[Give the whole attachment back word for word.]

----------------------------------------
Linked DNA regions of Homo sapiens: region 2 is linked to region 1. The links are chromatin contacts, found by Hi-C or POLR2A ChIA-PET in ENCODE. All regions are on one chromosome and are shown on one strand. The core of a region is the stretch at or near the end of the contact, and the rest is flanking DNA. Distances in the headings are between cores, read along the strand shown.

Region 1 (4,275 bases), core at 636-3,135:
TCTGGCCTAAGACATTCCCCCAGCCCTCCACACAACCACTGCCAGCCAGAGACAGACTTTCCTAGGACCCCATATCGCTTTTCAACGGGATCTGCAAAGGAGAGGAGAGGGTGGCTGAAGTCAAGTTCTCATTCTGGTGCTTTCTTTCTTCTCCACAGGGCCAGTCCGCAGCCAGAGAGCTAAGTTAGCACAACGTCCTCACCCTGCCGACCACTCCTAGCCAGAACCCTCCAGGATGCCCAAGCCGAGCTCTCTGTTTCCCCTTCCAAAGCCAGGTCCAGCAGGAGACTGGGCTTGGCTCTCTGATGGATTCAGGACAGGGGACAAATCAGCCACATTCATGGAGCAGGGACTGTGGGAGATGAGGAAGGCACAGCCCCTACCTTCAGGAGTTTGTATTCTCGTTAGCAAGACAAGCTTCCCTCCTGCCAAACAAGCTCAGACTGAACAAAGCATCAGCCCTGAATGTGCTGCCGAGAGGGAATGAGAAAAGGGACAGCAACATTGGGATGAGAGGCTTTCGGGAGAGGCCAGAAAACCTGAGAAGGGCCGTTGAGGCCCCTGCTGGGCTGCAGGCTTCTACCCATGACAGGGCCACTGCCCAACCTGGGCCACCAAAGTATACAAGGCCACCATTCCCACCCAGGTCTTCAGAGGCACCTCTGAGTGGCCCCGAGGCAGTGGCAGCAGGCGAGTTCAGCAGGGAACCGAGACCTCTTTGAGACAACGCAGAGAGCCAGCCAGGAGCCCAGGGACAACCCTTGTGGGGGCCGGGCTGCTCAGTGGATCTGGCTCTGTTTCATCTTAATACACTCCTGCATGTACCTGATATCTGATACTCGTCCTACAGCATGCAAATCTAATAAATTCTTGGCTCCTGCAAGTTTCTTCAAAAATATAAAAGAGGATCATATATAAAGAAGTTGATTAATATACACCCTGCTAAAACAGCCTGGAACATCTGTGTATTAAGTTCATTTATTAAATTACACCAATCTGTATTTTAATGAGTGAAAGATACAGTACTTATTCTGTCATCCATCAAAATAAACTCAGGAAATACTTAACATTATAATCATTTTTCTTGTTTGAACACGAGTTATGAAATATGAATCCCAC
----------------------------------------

Linked DNA regions of Homo sapiens: region 2 is linked to region 1. The links are chromatin contacts, found by Hi-C or POLR2A ChIA-PET in ENCODE. All regions are on one chromosome and are shown on one strand. The core of a region is the stretch at or near the end of the contact, and the rest is flanking DNA. Distances in the headings are between cores, read along the strand shown.

Region 1 (4,275 bases), core at 636-3,135:
TCTGGCCTAAGACATTCCCCCAGCCCTCCACACAACCACTGCCAGCCAGAGACAGACTTTCCTAGGACCCCATATCGCTTTTCAACGGGATCTGCAAAGGAGAGGAGAGGGTGGCTGAAGTCAAGTTCTCATTCTGGTGCTTTCTTTCTTCTCCACAGGGCCAGTCCGCAGCCAGAGAGCTAAGTTAGCACAACGTCCTCACCCTGCCGACCACTCCTAGCCAGAACCCTCCAGGATGCCCAAGCCGAGCTCTCTGTTTCCCCTTCCAAAGCCAGGTCCAGCAGGAGACTGGGCTTGGCTCTCTGATGGATTCAGGACAGGGGACAAATCAGCCACATTCATGGAGCAGGGACTGTGGGAGATGAGGAAGGCACAGCCCCTACCTTCAGGAGTTTGTATTCTCGTTAGCAAGACAAGCTTCCCTCCTGCCAAACAAGCTCAGACTGAACAAAGCATCAGCCCTGAATGTGCTGCCGAGAGGGAATGAGAAAAGGGACAGCAACATTGGGATGAGAGGCTTTCGGGAGAGGCCAGAAAACCTGAGAAGGGCCGTTGAGGCCCCTGCTGGGCTGCAGGCTTCTACCCATGACAGGGCCACTGCCCAACCTGGGCCACCAAAGTATACAAGGCCACCATTCCCACCCAGGTCTTCAGAGGCACCTCTGAGTGGCCCCGAGGCAGTGGCAGCAGGCGAGTTCAGCAGGGAACCGAGACCTCTTTGAGACAACGCAGAGAGCCAGCCAGGAGCCCAGGGACAACCCTTGTGGGGGCCGGGCTGCTCAGTGGATCTGGCTCTGTTTCATCTTAATACACTCCTGCATGTACCTGATATCTGATACTCGTCCTACAGCATGCAAATCTAATAAATTCTTGGCTCCTGCAAGTTTCTTCAAAAATATAAAAGAGGATCATATATAAAGAAGTTGATTAATATACACCCTGCTAAAACAGCCTGGAACATCTGTGTATTAAGTTCATTTATTAAATTACACCAATCTGTATTTTAATGAGTGAAAGATACAGTACTTATTCTGTCATCCATCAAAATAAACTCAGGAAATACTTAACATTATAATCATTTTTCTTGTTTGAACACGAGTTATGAAATATGAATCCCAC